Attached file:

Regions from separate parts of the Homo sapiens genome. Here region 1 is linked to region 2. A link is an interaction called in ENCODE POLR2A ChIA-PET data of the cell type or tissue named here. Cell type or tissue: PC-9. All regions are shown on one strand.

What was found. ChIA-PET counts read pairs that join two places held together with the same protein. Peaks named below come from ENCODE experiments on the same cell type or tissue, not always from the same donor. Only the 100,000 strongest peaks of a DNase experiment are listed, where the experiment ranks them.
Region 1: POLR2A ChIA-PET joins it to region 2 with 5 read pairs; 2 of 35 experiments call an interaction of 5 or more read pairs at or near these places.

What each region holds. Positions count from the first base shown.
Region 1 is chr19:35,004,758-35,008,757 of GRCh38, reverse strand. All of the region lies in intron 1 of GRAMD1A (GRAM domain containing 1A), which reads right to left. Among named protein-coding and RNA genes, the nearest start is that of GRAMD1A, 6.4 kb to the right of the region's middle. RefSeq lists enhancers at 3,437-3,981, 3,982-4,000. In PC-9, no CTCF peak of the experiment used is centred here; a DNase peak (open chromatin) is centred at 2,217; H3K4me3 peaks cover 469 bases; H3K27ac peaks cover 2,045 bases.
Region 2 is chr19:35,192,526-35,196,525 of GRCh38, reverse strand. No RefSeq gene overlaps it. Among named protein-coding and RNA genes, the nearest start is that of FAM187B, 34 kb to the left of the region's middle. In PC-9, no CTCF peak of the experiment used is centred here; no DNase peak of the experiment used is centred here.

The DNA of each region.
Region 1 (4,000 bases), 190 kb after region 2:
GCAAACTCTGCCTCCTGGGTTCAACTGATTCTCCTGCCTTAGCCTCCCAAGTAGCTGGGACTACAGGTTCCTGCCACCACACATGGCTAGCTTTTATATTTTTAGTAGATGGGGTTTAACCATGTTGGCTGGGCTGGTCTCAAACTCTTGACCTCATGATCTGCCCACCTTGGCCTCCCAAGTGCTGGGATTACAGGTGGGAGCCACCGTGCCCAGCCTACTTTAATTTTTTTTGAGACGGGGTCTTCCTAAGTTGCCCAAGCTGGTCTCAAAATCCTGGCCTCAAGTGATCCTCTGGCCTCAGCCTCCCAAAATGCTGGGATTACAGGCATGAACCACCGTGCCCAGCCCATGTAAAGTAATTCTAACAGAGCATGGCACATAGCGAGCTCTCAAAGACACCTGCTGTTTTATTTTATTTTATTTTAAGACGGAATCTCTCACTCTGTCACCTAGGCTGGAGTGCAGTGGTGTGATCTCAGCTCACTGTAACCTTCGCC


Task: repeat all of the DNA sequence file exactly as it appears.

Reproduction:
Regions from separate parts of the Homo sapiens genome. Here region 1 is linked to region 2. A link is an interaction called in ENCODE POLR2A ChIA-PET data of the cell type or tissue named here. Cell type or tissue: PC-9. All regions are shown on one strand.

What was found. ChIA-PET counts read pairs that join two places held together with the same protein. Peaks named below come from ENCODE experiments on the same cell type or tissue, not always from the same donor. Only the 100,000 strongest peaks of a DNase experiment are listed, where the experiment ranks them.
Region 1: POLR2A ChIA-PET joins it to region 2 with 5 read pairs; 2 of 35 experiments call an interaction of 5 or more read pairs at or near these places.

What each region holds. Positions count from the first base shown.
Region 1 is chr19:35,004,758-35,008,757 of GRCh38, reverse strand. All of the region lies in intron 1 of GRAMD1A (GRAM domain containing 1A), which reads right to left. Among named protein-coding and RNA genes, the nearest start is that of GRAMD1A, 6.4 kb to the right of the region's middle. RefSeq lists enhancers at 3,437-3,981, 3,982-4,000. In PC-9, no CTCF peak of the experiment used is centred here; a DNase peak (open chromatin) is centred at 2,217; H3K4me3 peaks cover 469 bases; H3K27ac peaks cover 2,045 bases.
Region 2 is chr19:35,192,526-35,196,525 of GRCh38, reverse strand. No RefSeq gene overlaps it. Among named protein-coding and RNA genes, the nearest start is that of FAM187B, 34 kb to the left of the region's middle. In PC-9, no CTCF peak of the experiment used is centred here; no DNase peak of the experiment used is centred here.

The DNA of each region.
Region 1 (4,000 bases), 190 kb after region 2:
GCAAACTCTGCCTCCTGGGTTCAACTGATTCTCCTGCCTTAGCCTCCCAAGTAGCTGGGACTACAGGTTCCTGCCACCACACATGGCTAGCTTTTATATTTTTAGTAGATGGGGTTTAACCATGTTGGCTGGGCTGGTCTCAAACTCTTGACCTCATGATCTGCCCACCTTGGCCTCCCAAGTGCTGGGATTACAGGTGGGAGCCACCGTGCCCAGCCTACTTTAATTTTTTTTGAGACGGGGTCTTCCTAAGTTGCCCAAGCTGGTCTCAAAATCCTGGCCTCAAGTGATCCTCTGGCCTCAGCCTCCCAAAATGCTGGGATTACAGGCATGAACCACCGTGCCCAGCCCATGTAAAGTAATTCTAACAGAGCATGGCACATAGCGAGCTCTCAAAGACACCTGCTGTTTTATTTTATTTTATTTTAAGACGGAATCTCTCACTCTGTCACCTAGGCTGGAGTGCAGTGGTGTGATCTCAGCTCACTGTAACCTTCGCC